WRANGLING ON THE RANGE #148
THIS HORSE LIFE
From "Horse and Rider" - October 2011
BY SUE M. COPELAND
I'LL CALL HER STAR. SHE WAS a Quarter Horse mare euthanized
earlier this year at age 5. I believe had drug testing by the
National Cutting Horse Association been in place at the time
(it's being phased in for 2012), her death could've been
prevented. This is a tale of caution for those associations that
still lack it.
Star was bred by a friend I'll call Patty. Early on, it was clear
the filly had "cow," that instinctive ability to read cattle that
separates the great from the good. But, like many other
youngsters, Star was slow to physically mature. That, combined
with the lack of drug testing, proved deadly.
Patty's initial goal with her filly was the NCHA Futurity, the
huge-money event for 3-year-olds that's held in November/
December every year. To get a horse ready for it requires the
horse to be started in training at or before its 2-year-old year.
That means immature bodies being ridden by mature humans in heavy
Western saddles. And that means these growing youngsters can get
sore. (See "Size Matters," September '09.)
Trainers often would "stack" (give multiple) systemic
anti-inflammatory medications at NCHA competitions; the
association had drug rules in the past, but lacked testing to
enforce them. Sedatives, such as Sedivet, were also commonly used
to minimize prep time, and to help a young horse stay calm and
focused; the drug also provides pain relief. That means a
youngster ridden into the show pen could be on multiple
pain-masking meds, plus a sedative. That was the culture. Many
folks didn't raise an eyebrow.
I did, and it was a point of contention in Patty's and my
friendship. She was opposed to drug testing, accepting drug
use as the norm for her horse sport, and as being the right thing
for her horse if the meds were used judiciously. (Her mindset is
a common one in events or disciplines that lack drug testing.)
I'm a major advocate of testing, and so would counter that
showing a horse in pain could turn a minor injury into a major
one. We'd argue about it, then agree to disagree, as only good
Patty recalls that Star's drug cocktail at the Futurity didn't
include a sedative; the mare was rideable without it. That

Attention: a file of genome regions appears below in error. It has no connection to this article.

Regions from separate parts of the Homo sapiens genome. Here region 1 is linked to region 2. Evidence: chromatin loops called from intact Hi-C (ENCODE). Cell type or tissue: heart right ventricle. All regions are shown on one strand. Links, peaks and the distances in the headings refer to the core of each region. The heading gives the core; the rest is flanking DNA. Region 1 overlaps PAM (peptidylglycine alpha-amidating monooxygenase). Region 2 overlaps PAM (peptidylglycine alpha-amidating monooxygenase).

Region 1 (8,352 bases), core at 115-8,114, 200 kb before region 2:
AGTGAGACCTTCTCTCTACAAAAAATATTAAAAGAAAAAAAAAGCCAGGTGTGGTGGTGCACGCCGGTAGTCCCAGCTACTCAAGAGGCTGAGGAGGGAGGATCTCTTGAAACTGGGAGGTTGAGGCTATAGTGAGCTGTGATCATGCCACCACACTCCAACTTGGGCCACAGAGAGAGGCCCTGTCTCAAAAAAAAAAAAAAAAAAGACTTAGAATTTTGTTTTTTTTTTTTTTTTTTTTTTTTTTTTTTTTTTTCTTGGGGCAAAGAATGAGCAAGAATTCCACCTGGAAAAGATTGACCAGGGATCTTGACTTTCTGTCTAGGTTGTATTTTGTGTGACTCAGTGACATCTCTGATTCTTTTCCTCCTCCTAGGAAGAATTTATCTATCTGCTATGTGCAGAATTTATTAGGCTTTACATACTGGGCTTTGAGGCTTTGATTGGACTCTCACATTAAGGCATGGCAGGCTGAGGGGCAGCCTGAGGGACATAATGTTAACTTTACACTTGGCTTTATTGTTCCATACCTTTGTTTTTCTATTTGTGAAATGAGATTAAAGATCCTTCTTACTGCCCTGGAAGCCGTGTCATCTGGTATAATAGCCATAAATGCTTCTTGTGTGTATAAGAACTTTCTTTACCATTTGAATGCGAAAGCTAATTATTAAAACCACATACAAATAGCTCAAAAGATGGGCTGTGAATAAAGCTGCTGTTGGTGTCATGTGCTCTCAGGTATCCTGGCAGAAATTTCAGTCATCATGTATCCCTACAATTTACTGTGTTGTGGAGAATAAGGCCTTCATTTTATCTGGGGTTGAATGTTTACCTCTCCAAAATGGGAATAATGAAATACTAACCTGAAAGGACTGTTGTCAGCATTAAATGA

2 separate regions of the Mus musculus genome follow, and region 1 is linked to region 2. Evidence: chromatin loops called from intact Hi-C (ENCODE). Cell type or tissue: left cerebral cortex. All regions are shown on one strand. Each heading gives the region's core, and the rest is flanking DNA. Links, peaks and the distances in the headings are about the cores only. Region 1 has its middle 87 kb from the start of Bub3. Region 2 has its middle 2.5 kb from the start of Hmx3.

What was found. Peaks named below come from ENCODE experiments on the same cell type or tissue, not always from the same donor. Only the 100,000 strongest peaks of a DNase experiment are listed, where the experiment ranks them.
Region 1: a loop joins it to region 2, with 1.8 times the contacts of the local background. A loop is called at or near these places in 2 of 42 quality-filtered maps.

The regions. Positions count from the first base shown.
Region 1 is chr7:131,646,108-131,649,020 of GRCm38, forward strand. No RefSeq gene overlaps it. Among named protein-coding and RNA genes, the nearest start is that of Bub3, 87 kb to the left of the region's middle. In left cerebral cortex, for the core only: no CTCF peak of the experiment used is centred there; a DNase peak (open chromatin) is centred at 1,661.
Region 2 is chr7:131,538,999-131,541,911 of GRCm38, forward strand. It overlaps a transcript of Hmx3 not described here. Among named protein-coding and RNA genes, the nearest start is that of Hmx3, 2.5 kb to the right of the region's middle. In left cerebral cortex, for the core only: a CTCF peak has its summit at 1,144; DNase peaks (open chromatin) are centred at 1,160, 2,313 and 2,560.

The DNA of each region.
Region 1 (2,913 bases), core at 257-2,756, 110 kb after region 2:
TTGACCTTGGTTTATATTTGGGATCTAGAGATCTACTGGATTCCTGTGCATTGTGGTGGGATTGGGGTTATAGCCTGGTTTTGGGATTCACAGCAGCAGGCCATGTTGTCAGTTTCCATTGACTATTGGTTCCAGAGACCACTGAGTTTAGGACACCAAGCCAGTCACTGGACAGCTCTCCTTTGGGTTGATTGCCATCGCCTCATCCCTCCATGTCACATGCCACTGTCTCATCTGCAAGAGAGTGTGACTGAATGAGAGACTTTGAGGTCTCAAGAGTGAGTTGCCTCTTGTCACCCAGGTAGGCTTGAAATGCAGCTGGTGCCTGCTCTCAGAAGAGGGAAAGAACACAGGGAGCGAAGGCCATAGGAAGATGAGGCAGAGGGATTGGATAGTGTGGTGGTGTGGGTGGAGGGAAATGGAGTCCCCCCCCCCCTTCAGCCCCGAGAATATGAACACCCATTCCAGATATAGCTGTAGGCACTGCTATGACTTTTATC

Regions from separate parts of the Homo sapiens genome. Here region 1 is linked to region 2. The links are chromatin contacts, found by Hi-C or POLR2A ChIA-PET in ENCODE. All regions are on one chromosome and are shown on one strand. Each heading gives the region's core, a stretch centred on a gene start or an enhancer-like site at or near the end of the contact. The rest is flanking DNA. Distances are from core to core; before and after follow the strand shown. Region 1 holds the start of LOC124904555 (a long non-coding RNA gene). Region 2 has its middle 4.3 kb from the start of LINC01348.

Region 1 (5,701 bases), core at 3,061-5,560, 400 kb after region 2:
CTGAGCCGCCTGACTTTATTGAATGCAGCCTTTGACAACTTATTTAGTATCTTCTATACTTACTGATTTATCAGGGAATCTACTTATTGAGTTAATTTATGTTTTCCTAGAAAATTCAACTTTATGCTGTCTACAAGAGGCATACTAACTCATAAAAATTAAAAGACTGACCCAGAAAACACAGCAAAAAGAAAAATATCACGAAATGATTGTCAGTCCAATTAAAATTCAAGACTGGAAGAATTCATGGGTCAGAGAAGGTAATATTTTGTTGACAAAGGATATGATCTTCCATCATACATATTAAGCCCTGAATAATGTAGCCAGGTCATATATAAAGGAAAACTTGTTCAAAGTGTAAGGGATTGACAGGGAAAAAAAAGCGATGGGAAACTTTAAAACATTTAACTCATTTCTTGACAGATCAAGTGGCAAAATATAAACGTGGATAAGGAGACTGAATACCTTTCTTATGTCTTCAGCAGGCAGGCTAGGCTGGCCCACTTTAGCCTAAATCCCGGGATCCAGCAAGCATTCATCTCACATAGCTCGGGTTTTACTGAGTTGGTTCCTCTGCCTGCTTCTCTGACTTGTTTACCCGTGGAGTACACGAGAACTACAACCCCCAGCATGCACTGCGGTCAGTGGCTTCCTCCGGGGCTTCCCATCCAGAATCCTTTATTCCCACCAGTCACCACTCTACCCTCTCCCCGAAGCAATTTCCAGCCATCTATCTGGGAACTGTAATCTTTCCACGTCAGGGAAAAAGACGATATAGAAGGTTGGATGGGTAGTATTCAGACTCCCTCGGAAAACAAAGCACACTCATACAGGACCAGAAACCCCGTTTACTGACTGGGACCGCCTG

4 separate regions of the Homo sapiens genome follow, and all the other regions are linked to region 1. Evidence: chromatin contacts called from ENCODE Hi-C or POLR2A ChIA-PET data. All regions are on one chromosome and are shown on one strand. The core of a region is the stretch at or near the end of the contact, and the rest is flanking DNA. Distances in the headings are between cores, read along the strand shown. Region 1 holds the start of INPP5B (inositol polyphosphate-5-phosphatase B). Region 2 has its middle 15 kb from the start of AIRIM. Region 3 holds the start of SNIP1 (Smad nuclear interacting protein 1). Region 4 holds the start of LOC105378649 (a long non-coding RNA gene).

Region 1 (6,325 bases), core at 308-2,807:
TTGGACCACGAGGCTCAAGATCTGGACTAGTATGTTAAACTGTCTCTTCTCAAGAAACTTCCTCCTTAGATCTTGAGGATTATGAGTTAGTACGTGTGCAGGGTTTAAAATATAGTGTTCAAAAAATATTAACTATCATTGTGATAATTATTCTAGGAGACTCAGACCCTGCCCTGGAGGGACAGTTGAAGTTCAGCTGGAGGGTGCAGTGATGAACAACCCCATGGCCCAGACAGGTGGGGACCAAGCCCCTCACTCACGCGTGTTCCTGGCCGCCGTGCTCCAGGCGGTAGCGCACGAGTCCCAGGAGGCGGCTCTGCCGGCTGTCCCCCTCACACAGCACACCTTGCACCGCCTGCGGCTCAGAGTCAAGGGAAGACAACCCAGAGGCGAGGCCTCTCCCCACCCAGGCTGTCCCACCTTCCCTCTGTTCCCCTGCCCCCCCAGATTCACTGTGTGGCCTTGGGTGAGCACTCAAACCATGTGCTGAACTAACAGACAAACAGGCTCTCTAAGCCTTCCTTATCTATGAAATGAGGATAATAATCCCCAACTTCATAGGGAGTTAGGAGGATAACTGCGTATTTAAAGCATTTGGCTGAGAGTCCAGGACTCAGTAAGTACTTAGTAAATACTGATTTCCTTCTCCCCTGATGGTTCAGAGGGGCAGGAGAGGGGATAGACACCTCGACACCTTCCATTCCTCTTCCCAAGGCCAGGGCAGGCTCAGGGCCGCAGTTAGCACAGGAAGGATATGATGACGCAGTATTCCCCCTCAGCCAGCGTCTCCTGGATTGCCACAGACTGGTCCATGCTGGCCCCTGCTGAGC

changed the following summer at another major cutting, when the
then-4-yearold began to run through Patty's aids. Patty's a savvy
horsewoman, in tune with her horses physically, and invests in
the latest and greatest vet care for them. But neither she nor
her trainer sensed a physical problem in Star. They thought she'd
gotten so fit that she had excess energy.
A few weeks after that show, I went to a small local cutting to
watch the pair. The mare still looked immature. Even with a
sedative, she was trying to run through Patty's aids. I pulled my
friend aside and asked, "Do you think she's sore? She may be
trying to run from pain." Patty agreed.
She took Star in for a full lameness workup; the filly was sore
in both stifles, so was treated with stem-cell therapy. Patty
gave Star months to rest and mature physically, putting her back
into slow work only after her vet OK'd it.
Meanwhile, we continued our drugtesting debate. "You don't get
it," she'd say. "Our sport makes horses sore. It'd be cruel if we
couldn't show them on anti-inflammatory meds. And the sedatives
mean we can lope them down less, which means less stress on their
I'd respond, "If a horse can't feel pain, he can't protect
himself. That's why groups like the American Quarter Horse
Association, American Paint Horse Association, and United States
Equestrian Federation (under which I show) have drug testing.
With it, you can't mask serious pain, and you darn sure can't use
sedatives. It protects the horse." It took Star's death to change
ONE GOOD LEG
Once the mare was back in show shape, Patty took her to a major
cutting. There, her trainer recommended a sedative. Patty allowed
one to be added to Star's meds. The filly walked into the
cuttinghorse pen, no doubt feeling like King Kong. She cut her
heart out, because she Could; she was literally feeling no pain.
That is, until the drugs wore off.
Patty called later that day; "Star's lame in her hind end. The
sedative was a mistake." She hauled the crippled mare to her vet.
The grim news? Star's immature stifles were ruined. Her pain
masked, she'd damaged them beyond repair. Patty was devastated
and furious at herself for allowing drugs to be used. She was
also angry with her trainer for suggesting them.
Her vet suggested euthanasia. But Patty opted to try and save the
horse; she'd bred her, and she loved her.
The good news is she was able to make the mare pasture-sound, at
least for a while. The bad news is that Star hurt one of her
front feet while turned out. An otherwise sound horse would've
likely sailed through recovery, which required stitches and a
cast to immobilize the foot while it healed. But Star, at the
heart-wrenchingly young age of 5, was down to only one good leg.